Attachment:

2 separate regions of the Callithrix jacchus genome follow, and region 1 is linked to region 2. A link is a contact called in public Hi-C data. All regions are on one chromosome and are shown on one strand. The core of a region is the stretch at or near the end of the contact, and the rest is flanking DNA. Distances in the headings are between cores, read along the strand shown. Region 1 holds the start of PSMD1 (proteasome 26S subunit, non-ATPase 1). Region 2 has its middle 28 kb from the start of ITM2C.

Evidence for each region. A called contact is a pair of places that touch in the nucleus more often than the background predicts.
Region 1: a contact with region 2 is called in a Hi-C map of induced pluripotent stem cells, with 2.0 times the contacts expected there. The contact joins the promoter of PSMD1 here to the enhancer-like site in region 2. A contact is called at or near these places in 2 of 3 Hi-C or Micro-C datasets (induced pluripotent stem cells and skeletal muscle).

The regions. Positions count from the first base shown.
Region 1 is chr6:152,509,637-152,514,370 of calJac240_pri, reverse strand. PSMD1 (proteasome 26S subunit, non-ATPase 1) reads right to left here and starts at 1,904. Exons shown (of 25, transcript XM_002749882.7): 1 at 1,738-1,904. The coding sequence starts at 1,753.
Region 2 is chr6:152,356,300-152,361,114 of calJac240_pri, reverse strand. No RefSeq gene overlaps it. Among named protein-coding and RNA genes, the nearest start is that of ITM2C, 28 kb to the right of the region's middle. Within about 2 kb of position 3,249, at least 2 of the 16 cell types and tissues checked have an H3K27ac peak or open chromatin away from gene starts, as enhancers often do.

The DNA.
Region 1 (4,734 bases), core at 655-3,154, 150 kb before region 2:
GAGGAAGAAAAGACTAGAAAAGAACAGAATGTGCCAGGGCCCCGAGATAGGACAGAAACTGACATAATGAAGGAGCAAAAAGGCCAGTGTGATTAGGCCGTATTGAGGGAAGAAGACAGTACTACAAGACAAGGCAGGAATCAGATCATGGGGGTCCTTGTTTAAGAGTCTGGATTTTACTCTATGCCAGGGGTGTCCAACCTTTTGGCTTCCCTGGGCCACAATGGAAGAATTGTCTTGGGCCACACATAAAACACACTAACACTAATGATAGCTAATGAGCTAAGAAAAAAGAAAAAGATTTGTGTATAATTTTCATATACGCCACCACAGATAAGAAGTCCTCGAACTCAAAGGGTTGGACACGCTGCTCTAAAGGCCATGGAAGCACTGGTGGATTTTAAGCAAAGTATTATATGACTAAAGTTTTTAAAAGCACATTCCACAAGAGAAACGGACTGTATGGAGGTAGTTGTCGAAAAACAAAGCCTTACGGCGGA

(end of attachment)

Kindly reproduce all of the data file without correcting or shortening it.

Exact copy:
2 separate regions of the Callithrix jacchus genome follow, and region 1 is linked to region 2. A link is a contact called in public Hi-C data. All regions are on one chromosome and are shown on one strand. The core of a region is the stretch at or near the end of the contact, and the rest is flanking DNA. Distances in the headings are between cores, read along the strand shown. Region 1 holds the start of PSMD1 (proteasome 26S subunit, non-ATPase 1). Region 2 has its middle 28 kb from the start of ITM2C.

Evidence for each region. A called contact is a pair of places that touch in the nucleus more often than the background predicts.
Region 1: a contact with region 2 is called in a Hi-C map of induced pluripotent stem cells, with 2.0 times the contacts expected there. The contact joins the promoter of PSMD1 here to the enhancer-like site in region 2. A contact is called at or near these places in 2 of 3 Hi-C or Micro-C datasets (induced pluripotent stem cells and skeletal muscle).

The regions. Positions count from the first base shown.
Region 1 is chr6:152,509,637-152,514,370 of calJac240_pri, reverse strand. PSMD1 (proteasome 26S subunit, non-ATPase 1) reads right to left here and starts at 1,904. Exons shown (of 25, transcript XM_002749882.7): 1 at 1,738-1,904. The coding sequence starts at 1,753.
Region 2 is chr6:152,356,300-152,361,114 of calJac240_pri, reverse strand. No RefSeq gene overlaps it. Among named protein-coding and RNA genes, the nearest start is that of ITM2C, 28 kb to the right of the region's middle. Within about 2 kb of position 3,249, at least 2 of the 16 cell types and tissues checked have an H3K27ac peak or open chromatin away from gene starts, as enhancers often do.

The DNA.
Region 1 (4,734 bases), core at 655-3,154, 150 kb before region 2:
GAGGAAGAAAAGACTAGAAAAGAACAGAATGTGCCAGGGCCCCGAGATAGGACAGAAACTGACATAATGAAGGAGCAAAAAGGCCAGTGTGATTAGGCCGTATTGAGGGAAGAAGACAGTACTACAAGACAAGGCAGGAATCAGATCATGGGGGTCCTTGTTTAAGAGTCTGGATTTTACTCTATGCCAGGGGTGTCCAACCTTTTGGCTTCCCTGGGCCACAATGGAAGAATTGTCTTGGGCCACACATAAAACACACTAACACTAATGATAGCTAATGAGCTAAGAAAAAAGAAAAAGATTTGTGTATAATTTTCATATACGCCACCACAGATAAGAAGTCCTCGAACTCAAAGGGTTGGACACGCTGCTCTAAAGGCCATGGAAGCACTGGTGGATTTTAAGCAAAGTATTATATGACTAAAGTTTTTAAAAGCACATTCCACAAGAGAAACGGACTGTATGGAGGTAGTTGTCGAAAAACAAAGCCTTACGGCGGA